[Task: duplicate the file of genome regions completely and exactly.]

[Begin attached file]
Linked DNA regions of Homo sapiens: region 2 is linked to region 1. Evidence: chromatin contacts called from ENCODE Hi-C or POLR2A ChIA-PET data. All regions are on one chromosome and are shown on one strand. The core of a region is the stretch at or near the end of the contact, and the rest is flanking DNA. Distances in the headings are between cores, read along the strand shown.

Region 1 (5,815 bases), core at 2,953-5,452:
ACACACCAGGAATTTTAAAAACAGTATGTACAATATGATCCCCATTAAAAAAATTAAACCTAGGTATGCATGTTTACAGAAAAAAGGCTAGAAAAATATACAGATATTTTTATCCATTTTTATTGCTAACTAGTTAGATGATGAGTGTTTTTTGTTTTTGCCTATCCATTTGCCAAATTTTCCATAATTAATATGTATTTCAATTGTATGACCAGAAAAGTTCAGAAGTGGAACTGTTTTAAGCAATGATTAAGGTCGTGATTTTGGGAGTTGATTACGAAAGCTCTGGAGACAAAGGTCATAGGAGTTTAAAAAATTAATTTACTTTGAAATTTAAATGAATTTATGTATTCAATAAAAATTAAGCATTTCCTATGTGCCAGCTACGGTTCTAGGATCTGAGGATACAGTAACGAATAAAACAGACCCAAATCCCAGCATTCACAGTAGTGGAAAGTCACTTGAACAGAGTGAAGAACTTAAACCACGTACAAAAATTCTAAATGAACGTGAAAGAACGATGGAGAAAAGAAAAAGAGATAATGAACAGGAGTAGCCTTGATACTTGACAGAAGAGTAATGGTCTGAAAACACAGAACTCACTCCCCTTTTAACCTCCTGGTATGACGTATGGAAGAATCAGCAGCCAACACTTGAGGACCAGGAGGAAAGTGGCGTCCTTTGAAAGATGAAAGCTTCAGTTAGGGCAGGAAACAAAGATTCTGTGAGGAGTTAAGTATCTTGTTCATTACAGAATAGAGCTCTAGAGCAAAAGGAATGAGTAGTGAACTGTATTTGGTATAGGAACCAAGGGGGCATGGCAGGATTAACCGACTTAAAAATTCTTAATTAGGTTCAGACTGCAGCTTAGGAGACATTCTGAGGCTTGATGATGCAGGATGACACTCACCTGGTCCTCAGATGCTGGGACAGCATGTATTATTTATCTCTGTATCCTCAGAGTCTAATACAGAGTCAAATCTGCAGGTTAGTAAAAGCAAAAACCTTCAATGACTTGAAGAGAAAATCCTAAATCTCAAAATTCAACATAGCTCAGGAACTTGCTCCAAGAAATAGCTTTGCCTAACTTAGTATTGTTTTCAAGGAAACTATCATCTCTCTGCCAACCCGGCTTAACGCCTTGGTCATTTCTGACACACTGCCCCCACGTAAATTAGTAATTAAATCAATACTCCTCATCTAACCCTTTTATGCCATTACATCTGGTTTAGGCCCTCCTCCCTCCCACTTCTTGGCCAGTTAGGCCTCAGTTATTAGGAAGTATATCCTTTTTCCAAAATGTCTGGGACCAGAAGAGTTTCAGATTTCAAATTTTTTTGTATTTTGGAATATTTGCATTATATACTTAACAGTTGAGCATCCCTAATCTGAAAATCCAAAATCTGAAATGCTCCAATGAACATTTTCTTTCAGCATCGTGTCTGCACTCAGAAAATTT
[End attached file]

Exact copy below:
Linked DNA regions of Homo sapiens: region 2 is linked to region 1. Evidence: chromatin contacts called from ENCODE Hi-C or POLR2A ChIA-PET data. All regions are on one chromosome and are shown on one strand. The core of a region is the stretch at or near the end of the contact, and the rest is flanking DNA. Distances in the headings are between cores, read along the strand shown.

Region 1 (5,815 bases), core at 2,953-5,452:
ACACACCAGGAATTTTAAAAACAGTATGTACAATATGATCCCCATTAAAAAAATTAAACCTAGGTATGCATGTTTACAGAAAAAAGGCTAGAAAAATATACAGATATTTTTATCCATTTTTATTGCTAACTAGTTAGATGATGAGTGTTTTTTGTTTTTGCCTATCCATTTGCCAAATTTTCCATAATTAATATGTATTTCAATTGTATGACCAGAAAAGTTCAGAAGTGGAACTGTTTTAAGCAATGATTAAGGTCGTGATTTTGGGAGTTGATTACGAAAGCTCTGGAGACAAAGGTCATAGGAGTTTAAAAAATTAATTTACTTTGAAATTTAAATGAATTTATGTATTCAATAAAAATTAAGCATTTCCTATGTGCCAGCTACGGTTCTAGGATCTGAGGATACAGTAACGAATAAAACAGACCCAAATCCCAGCATTCACAGTAGTGGAAAGTCACTTGAACAGAGTGAAGAACTTAAACCACGTACAAAAATTCTAAATGAACGTGAAAGAACGATGGAGAAAAGAAAAAGAGATAATGAACAGGAGTAGCCTTGATACTTGACAGAAGAGTAATGGTCTGAAAACACAGAACTCACTCCCCTTTTAACCTCCTGGTATGACGTATGGAAGAATCAGCAGCCAACACTTGAGGACCAGGAGGAAAGTGGCGTCCTTTGAAAGATGAAAGCTTCAGTTAGGGCAGGAAACAAAGATTCTGTGAGGAGTTAAGTATCTTGTTCATTACAGAATAGAGCTCTAGAGCAAAAGGAATGAGTAGTGAACTGTATTTGGTATAGGAACCAAGGGGGCATGGCAGGATTAACCGACTTAAAAATTCTTAATTAGGTTCAGACTGCAGCTTAGGAGACATTCTGAGGCTTGATGATGCAGGATGACACTCACCTGGTCCTCAGATGCTGGGACAGCATGTATTATTTATCTCTGTATCCTCAGAGTCTAATACAGAGTCAAATCTGCAGGTTAGTAAAAGCAAAAACCTTCAATGACTTGAAGAGAAAATCCTAAATCTCAAAATTCAACATAGCTCAGGAACTTGCTCCAAGAAATAGCTTTGCCTAACTTAGTATTGTTTTCAAGGAAACTATCATCTCTCTGCCAACCCGGCTTAACGCCTTGGTCATTTCTGACACACTGCCCCCACGTAAATTAGTAATTAAATCAATACTCCTCATCTAACCCTTTTATGCCATTACATCTGGTTTAGGCCCTCCTCCCTCCCACTTCTTGGCCAGTTAGGCCTCAGTTATTAGGAAGTATATCCTTTTTCCAAAATGTCTGGGACCAGAAGAGTTTCAGATTTCAAATTTTTTTGTATTTTGGAATATTTGCATTATATACTTAACAGTTGAGCATCCCTAATCTGAAAATCCAAAATCTGAAATGCTCCAATGAACATTTTCTTTCAGCATCGTGTCTGCACTCAGAAAATTT